In addition to experience in reading and dissecting patents, IP law firms often have access to prior-art searching capabilities and resources that medical device companies rummaging for patents in online databases might not.
Although the Internet has made most significant search resources readily available to everyone, Alston & Bird's Carlin points out that law firms can still reduce costs for companies when using these tools. "Due to volume of usage, law firms often have much more favorable rates on some online resources such as LexisNexis," he says. "Law firms can pass these savings through to the company. In addition, an attorney's experience with the use of search terms, as well as the classification systems used at the U.S. Patent Office, enables quicker, more-effective searching. Law firms also often have professional patent searchers on staff."
Schnapf of Sheppard Mullin Richter & Hampton notes that many IP law firms also have the resources to conduct in-person searches at the patent office. "We have access to good searchers who operate by going into the patent office and looking at patents," he says. "Often looking at the figures of a patent can be better than key word database searching. In addition, we have access to an international network of patent firms and can do local searching. This can be important if your biggest competitor is, for example, a Japanese company. Only a fraction of Japanese patents are ever filed in the United States or translated into English."
Chris Kennerly, an IP attorney with the medical device practice group of Baker Botts LLP (Dallas), also emphasizes the value of relationships with patent searchers. "Knowledge of which individual searcher to use for a particular technology is typically the single most important piece of information for obtaining a quality result," he says. Bruce Slayden, based in Baker Botts' office in Austin, TX, adds, "Over the years, we have developed strong relationships with several well-known search firms and have negotiated annual contracts with them at reduced rates. That helps limit the costs for all of our clients, even those with only one or two searches annually."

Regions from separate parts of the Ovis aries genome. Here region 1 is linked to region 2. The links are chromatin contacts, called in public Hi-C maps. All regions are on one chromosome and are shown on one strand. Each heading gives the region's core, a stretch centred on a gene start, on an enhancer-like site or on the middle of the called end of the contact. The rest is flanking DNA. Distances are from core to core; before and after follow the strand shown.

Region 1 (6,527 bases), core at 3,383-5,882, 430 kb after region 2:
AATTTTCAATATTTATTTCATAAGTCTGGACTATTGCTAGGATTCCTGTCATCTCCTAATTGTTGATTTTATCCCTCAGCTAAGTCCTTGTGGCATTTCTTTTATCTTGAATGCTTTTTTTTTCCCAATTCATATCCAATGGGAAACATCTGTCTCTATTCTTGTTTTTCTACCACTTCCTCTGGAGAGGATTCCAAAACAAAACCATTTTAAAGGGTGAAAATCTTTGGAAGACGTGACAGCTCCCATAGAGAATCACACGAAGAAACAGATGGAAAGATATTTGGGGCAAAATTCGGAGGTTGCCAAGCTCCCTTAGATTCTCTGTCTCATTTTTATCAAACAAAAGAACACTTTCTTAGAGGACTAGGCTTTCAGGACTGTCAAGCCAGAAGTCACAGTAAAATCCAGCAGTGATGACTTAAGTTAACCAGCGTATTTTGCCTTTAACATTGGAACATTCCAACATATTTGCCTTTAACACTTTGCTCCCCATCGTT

A Lasting Relationship
As with many other working relationships, a medtech company can benefit by establishing a long-term partnership with an IP firm that assists it in the quest for prior art. The more searches a company and firm conduct together, the more efficient these endeavors are likely to become.
"The more we work with a client in a particular field, the better we get to know the art and the more quickly we can identify issues and patents that might require further review," says Linda E. Alcorn-Horner, an attorney with Sterne, Kessler, Goldstein & Fox PLLC (Washington, DC). "For some of our institutional clients, we have created a library of patents that we update regularly. We group the patents in our library by category based on the categorizations used by the company. Then, when we receive a new invention disclosure from the client, we can quickly and efficiently locate the patents in our library that are most relevant and assess the patentability and freedom-to-operate issues for the client."
Jeffrey A. Lindeman, a partner at Nixon Peabody LLP (Washington, DC), agrees that stability between a medical device company and a law firm will drive efficiencies in the prior-art process. "One of the best ways to achieve effective patent searching is to have continuity between the people working at the client and at the law firm on similar matters," he says. "This is nothing more than building experience and resources, not only internally at the medical device company, but also at the IP firm. Typically after wiring two or three patent applications, there is a wealth of experience and knowledge of the prior art that aids both inventors and patent attorneys in assessing patentability, and also in knowing the competitive landscape for commercialization of a device."
Medical device manufacturers can benefit greatly by expanding their relationships with IP law firms beyond the courtroom. By enlisting the services of an IP partner in the earliest stages of a product's inception, medtech companies can avoid stepping on intellectual property mines later in a device's life. Whether it's a company's first or 50th product, forming a lasting relationship with attorneys who take the time to learn the intricacies of the manufacturer's portfolio will drive efficiencies and reduce the costs of prior-art searching over the long run.